CD Review: The Dandy Warhols ARE Sound

dandy

Six years ago, The Dandy Warhols glammed up their trademark psycho art rock sound with a little help on the production end from Duran Duran’s Nick Rhodes and released Welcome To The Monkey House. The resulting record was a polished, modern, electro-flavored dance popgasm including the unforgettable “We Used To Be Friends” (Veronica Mars, anyone?).

Despite the band’s success after the album’s release, it was actually an alternative mix that they had hoped would make the final pressing. Capitol Records, however, did not share their vision. The Dandys’ preferred version was pushed aside in favor of the more commercially acceptable Monkey House mix and that was that—until now.

Thankfully, the iron hand of major label creative oppression has since released its grip on four of Portland’s best. Following the fairly recent creation of their own label (Beat The World Records), The Dandys are now, finally, complete and proud masters of their destiny.

Their new position allowed them the freedom to give life to their favored Monkey House mix, which was released as The Dandy Warhols ARE Sound. The man behind that lost mix was producer Russell Elavdeo, famous for his work with soul artists such as The Roots, Alicia Keys, Common and D’Angelo. Elavedo’s stylistic influence produced an album with sounds far removed from the sleek, yet one-dimensional, package that fans will remember from Monkey House.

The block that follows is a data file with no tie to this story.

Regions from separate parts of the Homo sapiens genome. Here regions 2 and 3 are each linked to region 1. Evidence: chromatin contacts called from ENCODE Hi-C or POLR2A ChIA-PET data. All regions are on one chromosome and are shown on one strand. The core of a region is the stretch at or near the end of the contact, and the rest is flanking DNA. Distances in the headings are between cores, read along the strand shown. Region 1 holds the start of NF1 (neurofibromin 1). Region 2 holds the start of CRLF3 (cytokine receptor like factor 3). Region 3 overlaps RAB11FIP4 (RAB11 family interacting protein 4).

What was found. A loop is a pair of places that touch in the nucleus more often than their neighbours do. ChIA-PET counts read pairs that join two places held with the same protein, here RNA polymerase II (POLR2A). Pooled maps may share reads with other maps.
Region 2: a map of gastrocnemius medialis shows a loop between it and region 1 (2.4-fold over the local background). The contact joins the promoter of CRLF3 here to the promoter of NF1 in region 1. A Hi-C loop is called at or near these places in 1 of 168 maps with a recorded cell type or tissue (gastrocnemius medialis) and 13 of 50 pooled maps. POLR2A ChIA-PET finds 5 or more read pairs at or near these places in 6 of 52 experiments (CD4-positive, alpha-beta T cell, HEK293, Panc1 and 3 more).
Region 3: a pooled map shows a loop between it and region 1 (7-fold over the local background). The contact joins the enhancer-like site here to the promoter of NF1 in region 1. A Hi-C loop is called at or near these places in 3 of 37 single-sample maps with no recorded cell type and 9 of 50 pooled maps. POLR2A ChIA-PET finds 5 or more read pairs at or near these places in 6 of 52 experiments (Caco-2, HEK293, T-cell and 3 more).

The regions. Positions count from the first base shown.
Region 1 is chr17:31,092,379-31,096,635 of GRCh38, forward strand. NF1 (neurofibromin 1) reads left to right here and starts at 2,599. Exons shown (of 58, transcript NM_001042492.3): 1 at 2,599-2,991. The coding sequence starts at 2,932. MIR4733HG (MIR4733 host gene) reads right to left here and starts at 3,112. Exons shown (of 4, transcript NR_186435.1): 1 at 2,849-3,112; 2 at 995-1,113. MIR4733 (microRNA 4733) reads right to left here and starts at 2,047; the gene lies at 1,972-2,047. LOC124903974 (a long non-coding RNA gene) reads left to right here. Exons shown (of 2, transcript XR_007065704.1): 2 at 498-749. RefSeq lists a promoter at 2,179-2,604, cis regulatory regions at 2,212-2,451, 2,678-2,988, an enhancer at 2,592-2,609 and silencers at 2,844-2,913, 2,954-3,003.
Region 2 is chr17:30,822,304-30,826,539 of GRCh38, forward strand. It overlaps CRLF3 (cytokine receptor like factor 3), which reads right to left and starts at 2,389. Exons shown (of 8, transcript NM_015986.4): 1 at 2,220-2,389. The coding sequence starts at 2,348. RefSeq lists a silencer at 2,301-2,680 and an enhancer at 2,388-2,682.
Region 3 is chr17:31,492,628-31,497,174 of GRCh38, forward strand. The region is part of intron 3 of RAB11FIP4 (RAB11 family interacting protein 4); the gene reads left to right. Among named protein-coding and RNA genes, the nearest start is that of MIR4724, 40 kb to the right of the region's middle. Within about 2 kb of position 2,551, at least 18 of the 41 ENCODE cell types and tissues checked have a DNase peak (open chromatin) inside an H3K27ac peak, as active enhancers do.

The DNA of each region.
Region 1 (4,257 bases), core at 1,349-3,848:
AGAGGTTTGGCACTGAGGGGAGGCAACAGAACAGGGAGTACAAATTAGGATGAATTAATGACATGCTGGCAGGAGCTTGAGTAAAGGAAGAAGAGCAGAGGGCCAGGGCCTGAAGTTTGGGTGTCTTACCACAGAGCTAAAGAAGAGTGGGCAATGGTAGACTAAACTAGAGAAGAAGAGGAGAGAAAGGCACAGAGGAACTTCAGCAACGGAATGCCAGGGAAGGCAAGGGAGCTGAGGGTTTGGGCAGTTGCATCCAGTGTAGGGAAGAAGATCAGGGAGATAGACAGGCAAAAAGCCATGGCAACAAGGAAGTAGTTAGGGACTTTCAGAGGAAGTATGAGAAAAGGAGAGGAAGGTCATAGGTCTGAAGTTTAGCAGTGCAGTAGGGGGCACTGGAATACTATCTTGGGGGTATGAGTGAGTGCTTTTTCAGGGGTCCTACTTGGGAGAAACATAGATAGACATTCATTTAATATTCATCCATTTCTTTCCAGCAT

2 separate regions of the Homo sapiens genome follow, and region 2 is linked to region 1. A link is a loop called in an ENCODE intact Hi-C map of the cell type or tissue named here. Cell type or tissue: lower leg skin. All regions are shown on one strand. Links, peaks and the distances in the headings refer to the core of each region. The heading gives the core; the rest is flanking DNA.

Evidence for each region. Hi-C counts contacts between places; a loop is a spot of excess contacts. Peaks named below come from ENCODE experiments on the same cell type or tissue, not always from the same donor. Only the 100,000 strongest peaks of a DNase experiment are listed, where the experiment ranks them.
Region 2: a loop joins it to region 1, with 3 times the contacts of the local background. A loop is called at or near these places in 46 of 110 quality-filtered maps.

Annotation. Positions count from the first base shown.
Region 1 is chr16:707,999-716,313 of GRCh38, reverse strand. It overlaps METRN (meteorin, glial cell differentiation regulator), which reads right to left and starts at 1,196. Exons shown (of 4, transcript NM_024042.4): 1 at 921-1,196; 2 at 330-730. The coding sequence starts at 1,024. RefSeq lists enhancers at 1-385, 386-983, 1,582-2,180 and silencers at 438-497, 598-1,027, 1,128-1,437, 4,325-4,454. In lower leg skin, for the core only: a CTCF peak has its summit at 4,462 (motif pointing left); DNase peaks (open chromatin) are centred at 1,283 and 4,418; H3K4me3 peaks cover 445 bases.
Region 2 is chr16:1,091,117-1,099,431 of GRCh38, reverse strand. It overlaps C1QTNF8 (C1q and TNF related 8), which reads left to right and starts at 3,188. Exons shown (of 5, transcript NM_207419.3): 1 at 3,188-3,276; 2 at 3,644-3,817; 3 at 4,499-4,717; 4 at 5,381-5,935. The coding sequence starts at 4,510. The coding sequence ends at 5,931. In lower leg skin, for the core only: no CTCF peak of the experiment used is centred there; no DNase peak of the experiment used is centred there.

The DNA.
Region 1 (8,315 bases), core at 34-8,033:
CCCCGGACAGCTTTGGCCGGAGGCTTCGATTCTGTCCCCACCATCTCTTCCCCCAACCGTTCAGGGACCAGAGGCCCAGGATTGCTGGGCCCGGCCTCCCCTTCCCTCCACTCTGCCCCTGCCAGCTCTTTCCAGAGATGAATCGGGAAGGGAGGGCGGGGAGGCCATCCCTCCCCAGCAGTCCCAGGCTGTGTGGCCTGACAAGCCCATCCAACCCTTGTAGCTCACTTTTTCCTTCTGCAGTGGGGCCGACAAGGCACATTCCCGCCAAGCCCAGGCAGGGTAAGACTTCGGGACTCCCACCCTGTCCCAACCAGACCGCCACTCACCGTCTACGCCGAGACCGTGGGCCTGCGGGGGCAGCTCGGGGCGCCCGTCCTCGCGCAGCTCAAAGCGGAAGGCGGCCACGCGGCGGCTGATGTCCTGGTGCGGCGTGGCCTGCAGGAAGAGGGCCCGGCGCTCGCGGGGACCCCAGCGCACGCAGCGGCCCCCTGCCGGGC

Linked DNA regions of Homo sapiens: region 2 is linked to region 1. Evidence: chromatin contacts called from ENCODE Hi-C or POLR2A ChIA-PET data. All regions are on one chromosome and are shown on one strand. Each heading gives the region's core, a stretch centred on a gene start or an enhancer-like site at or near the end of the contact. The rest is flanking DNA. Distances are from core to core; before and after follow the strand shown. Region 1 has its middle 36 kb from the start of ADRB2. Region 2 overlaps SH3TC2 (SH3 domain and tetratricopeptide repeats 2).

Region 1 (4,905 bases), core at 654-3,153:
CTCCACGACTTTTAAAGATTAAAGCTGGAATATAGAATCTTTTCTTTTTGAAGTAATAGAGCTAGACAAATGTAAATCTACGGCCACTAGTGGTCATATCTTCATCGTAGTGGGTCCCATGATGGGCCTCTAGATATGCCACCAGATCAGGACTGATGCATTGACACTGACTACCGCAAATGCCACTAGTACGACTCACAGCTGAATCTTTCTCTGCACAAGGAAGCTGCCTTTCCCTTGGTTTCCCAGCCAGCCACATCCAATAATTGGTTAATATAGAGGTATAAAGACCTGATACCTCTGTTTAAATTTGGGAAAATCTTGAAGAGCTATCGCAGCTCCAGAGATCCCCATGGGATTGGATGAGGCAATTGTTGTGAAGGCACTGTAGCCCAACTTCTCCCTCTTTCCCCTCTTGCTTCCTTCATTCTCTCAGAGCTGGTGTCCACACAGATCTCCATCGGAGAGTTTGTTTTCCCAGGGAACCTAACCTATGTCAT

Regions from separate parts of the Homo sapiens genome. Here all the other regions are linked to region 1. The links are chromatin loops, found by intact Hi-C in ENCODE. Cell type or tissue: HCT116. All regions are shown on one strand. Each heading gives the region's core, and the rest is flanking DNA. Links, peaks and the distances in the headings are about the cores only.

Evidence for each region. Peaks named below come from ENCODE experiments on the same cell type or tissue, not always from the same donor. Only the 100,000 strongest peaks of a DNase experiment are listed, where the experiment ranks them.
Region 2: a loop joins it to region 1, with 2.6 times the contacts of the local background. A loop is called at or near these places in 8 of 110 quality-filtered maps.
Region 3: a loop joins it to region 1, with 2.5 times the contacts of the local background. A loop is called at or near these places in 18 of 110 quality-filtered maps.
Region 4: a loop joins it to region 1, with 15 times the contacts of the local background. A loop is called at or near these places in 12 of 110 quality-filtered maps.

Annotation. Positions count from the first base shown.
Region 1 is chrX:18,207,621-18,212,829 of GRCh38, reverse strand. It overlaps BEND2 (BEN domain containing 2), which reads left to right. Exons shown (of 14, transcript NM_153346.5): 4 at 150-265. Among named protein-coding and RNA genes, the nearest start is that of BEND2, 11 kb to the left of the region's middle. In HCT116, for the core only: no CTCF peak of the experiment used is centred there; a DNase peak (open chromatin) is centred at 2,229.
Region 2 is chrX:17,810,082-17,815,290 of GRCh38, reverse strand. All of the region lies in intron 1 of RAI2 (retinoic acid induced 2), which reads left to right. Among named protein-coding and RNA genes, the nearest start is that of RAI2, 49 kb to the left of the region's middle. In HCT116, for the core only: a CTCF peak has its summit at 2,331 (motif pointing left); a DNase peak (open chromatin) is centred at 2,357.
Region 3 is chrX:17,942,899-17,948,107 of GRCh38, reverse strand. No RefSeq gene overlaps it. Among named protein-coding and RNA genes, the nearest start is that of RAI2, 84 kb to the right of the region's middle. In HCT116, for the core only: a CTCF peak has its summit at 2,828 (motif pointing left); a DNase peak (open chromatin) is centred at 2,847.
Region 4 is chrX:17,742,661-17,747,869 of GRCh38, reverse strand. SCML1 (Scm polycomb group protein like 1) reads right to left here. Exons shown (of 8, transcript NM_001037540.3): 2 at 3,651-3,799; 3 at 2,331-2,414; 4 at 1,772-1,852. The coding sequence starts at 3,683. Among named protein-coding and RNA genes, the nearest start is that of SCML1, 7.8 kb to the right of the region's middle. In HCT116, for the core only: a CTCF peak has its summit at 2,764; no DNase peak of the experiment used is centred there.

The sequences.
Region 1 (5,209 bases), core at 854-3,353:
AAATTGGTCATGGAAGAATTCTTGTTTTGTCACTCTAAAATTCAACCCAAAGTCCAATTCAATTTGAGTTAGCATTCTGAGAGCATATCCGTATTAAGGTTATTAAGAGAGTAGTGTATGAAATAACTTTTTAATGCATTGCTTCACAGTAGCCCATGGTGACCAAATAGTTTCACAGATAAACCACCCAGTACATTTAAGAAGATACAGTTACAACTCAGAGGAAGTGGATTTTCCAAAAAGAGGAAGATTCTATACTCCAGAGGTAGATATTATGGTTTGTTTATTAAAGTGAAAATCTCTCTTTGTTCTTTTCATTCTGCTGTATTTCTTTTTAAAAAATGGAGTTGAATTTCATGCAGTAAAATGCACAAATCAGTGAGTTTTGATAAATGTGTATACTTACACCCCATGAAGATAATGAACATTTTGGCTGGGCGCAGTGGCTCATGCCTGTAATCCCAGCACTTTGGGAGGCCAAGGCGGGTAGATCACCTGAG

Elavedo’s mix introduces elements of drama, and pleasantly frayed edges. Take “We Used To Be Friends” for example, which is allowed space to breathe between explosive choruses instead of snappily barreling ahead to sneak under the more radio-friendly 3 minute and 30 second mark. Zia McCabe’s synth lines slowly pulse between Courtney Taylor-Taylor’s breathy sexpot vocals.  Similarly, “Burned” takes on a much more meditative, sprawling, dreamily drunk character than its Monkey House NIN-esque counterpart (“You Come In Burned”) when Taylor-Taylor’s voice is lifted from layers of lush studio wizardry.

In short, it’s the intimacy and palpability of The Dandy Warhols ARE Sound that makes it so appealing. Sure, we all like to be buried in the heaviness of couldn’t-care-less sound from time to time, but in the age where indie innovation is king, experiencing the Dandys’ “new” vision of audible pop art as something much more than a product is nothing short of thrilling.

-Shelley Peckham

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